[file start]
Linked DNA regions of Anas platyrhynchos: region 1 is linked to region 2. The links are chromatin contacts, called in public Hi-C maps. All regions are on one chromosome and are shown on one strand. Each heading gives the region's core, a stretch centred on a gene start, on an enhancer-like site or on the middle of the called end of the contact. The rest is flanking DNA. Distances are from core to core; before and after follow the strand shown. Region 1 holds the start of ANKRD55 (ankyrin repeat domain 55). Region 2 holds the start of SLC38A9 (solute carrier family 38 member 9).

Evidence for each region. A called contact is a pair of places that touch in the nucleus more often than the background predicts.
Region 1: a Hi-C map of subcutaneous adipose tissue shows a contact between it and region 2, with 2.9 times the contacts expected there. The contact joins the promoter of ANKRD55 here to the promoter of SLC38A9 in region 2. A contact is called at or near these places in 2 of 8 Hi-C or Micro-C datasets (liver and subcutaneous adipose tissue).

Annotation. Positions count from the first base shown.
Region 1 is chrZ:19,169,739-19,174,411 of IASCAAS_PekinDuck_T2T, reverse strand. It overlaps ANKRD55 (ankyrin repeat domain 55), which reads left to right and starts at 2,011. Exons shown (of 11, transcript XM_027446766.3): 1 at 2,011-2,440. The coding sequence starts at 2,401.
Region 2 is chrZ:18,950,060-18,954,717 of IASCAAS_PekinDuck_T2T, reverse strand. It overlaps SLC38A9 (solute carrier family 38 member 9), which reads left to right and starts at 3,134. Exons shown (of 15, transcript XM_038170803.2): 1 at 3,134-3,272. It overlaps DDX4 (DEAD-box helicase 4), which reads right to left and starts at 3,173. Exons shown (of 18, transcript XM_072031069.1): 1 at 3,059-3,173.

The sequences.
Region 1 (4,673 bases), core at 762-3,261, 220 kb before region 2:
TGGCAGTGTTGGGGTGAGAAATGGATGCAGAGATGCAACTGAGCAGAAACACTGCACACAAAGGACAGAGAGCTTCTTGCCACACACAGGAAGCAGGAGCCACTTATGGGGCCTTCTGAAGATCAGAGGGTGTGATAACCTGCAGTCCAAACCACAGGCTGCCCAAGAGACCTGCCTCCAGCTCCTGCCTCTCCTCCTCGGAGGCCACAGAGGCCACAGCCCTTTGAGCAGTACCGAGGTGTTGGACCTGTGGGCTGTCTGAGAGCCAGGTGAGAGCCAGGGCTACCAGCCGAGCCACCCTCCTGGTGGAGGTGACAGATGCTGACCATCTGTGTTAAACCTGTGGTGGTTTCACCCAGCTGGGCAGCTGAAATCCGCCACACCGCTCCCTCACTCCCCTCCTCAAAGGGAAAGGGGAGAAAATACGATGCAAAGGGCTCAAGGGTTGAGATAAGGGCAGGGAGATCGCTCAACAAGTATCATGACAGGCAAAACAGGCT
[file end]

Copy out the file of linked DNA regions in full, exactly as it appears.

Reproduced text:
Linked DNA regions of Anas platyrhynchos: region 1 is linked to region 2. The links are chromatin contacts, called in public Hi-C maps. All regions are on one chromosome and are shown on one strand. Each heading gives the region's core, a stretch centred on a gene start, on an enhancer-like site or on the middle of the called end of the contact. The rest is flanking DNA. Distances are from core to core; before and after follow the strand shown. Region 1 holds the start of ANKRD55 (ankyrin repeat domain 55). Region 2 holds the start of SLC38A9 (solute carrier family 38 member 9).

Evidence for each region. A called contact is a pair of places that touch in the nucleus more often than the background predicts.
Region 1: a Hi-C map of subcutaneous adipose tissue shows a contact between it and region 2, with 2.9 times the contacts expected there. The contact joins the promoter of ANKRD55 here to the promoter of SLC38A9 in region 2. A contact is called at or near these places in 2 of 8 Hi-C or Micro-C datasets (liver and subcutaneous adipose tissue).

Annotation. Positions count from the first base shown.
Region 1 is chrZ:19,169,739-19,174,411 of IASCAAS_PekinDuck_T2T, reverse strand. It overlaps ANKRD55 (ankyrin repeat domain 55), which reads left to right and starts at 2,011. Exons shown (of 11, transcript XM_027446766.3): 1 at 2,011-2,440. The coding sequence starts at 2,401.
Region 2 is chrZ:18,950,060-18,954,717 of IASCAAS_PekinDuck_T2T, reverse strand. It overlaps SLC38A9 (solute carrier family 38 member 9), which reads left to right and starts at 3,134. Exons shown (of 15, transcript XM_038170803.2): 1 at 3,134-3,272. It overlaps DDX4 (DEAD-box helicase 4), which reads right to left and starts at 3,173. Exons shown (of 18, transcript XM_072031069.1): 1 at 3,059-3,173.

The sequences.
Region 1 (4,673 bases), core at 762-3,261, 220 kb before region 2:
TGGCAGTGTTGGGGTGAGAAATGGATGCAGAGATGCAACTGAGCAGAAACACTGCACACAAAGGACAGAGAGCTTCTTGCCACACACAGGAAGCAGGAGCCACTTATGGGGCCTTCTGAAGATCAGAGGGTGTGATAACCTGCAGTCCAAACCACAGGCTGCCCAAGAGACCTGCCTCCAGCTCCTGCCTCTCCTCCTCGGAGGCCACAGAGGCCACAGCCCTTTGAGCAGTACCGAGGTGTTGGACCTGTGGGCTGTCTGAGAGCCAGGTGAGAGCCAGGGCTACCAGCCGAGCCACCCTCCTGGTGGAGGTGACAGATGCTGACCATCTGTGTTAAACCTGTGGTGGTTTCACCCAGCTGGGCAGCTGAAATCCGCCACACCGCTCCCTCACTCCCCTCCTCAAAGGGAAAGGGGAGAAAATACGATGCAAAGGGCTCAAGGGTTGAGATAAGGGCAGGGAGATCGCTCAACAAGTATCATGACAGGCAAAACAGGCT